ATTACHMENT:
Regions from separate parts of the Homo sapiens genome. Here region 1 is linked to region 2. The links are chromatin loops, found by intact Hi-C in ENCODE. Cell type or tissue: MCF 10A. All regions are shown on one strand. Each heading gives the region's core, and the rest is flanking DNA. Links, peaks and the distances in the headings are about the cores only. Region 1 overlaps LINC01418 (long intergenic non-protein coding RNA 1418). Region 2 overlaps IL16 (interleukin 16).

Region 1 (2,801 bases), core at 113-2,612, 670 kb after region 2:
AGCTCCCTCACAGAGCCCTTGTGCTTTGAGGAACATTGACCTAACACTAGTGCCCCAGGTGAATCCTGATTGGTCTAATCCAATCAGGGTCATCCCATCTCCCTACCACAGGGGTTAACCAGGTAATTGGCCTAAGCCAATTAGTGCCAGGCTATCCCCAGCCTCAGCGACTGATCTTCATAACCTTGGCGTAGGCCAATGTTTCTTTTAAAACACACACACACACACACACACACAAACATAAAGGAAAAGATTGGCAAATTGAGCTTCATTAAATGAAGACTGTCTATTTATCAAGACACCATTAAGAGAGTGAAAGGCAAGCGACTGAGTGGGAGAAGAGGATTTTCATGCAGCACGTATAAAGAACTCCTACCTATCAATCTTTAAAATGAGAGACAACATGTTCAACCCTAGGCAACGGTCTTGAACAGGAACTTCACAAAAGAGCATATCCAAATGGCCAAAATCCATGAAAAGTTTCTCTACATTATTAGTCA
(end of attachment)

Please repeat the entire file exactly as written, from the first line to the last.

Regions from separate parts of the Homo sapiens genome. Here region 1 is linked to region 2. The links are chromatin loops, found by intact Hi-C in ENCODE. Cell type or tissue: MCF 10A. All regions are shown on one strand. Each heading gives the region's core, and the rest is flanking DNA. Links, peaks and the distances in the headings are about the cores only. Region 1 overlaps LINC01418 (long intergenic non-protein coding RNA 1418). Region 2 overlaps IL16 (interleukin 16).

Region 1 (2,801 bases), core at 113-2,612, 670 kb after region 2:
AGCTCCCTCACAGAGCCCTTGTGCTTTGAGGAACATTGACCTAACACTAGTGCCCCAGGTGAATCCTGATTGGTCTAATCCAATCAGGGTCATCCCATCTCCCTACCACAGGGGTTAACCAGGTAATTGGCCTAAGCCAATTAGTGCCAGGCTATCCCCAGCCTCAGCGACTGATCTTCATAACCTTGGCGTAGGCCAATGTTTCTTTTAAAACACACACACACACACACACACACAAACATAAAGGAAAAGATTGGCAAATTGAGCTTCATTAAATGAAGACTGTCTATTTATCAAGACACCATTAAGAGAGTGAAAGGCAAGCGACTGAGTGGGAGAAGAGGATTTTCATGCAGCACGTATAAAGAACTCCTACCTATCAATCTTTAAAATGAGAGACAACATGTTCAACCCTAGGCAACGGTCTTGAACAGGAACTTCACAAAAGAGCATATCCAAATGGCCAAAATCCATGAAAAGTTTCTCTACATTATTAGTCA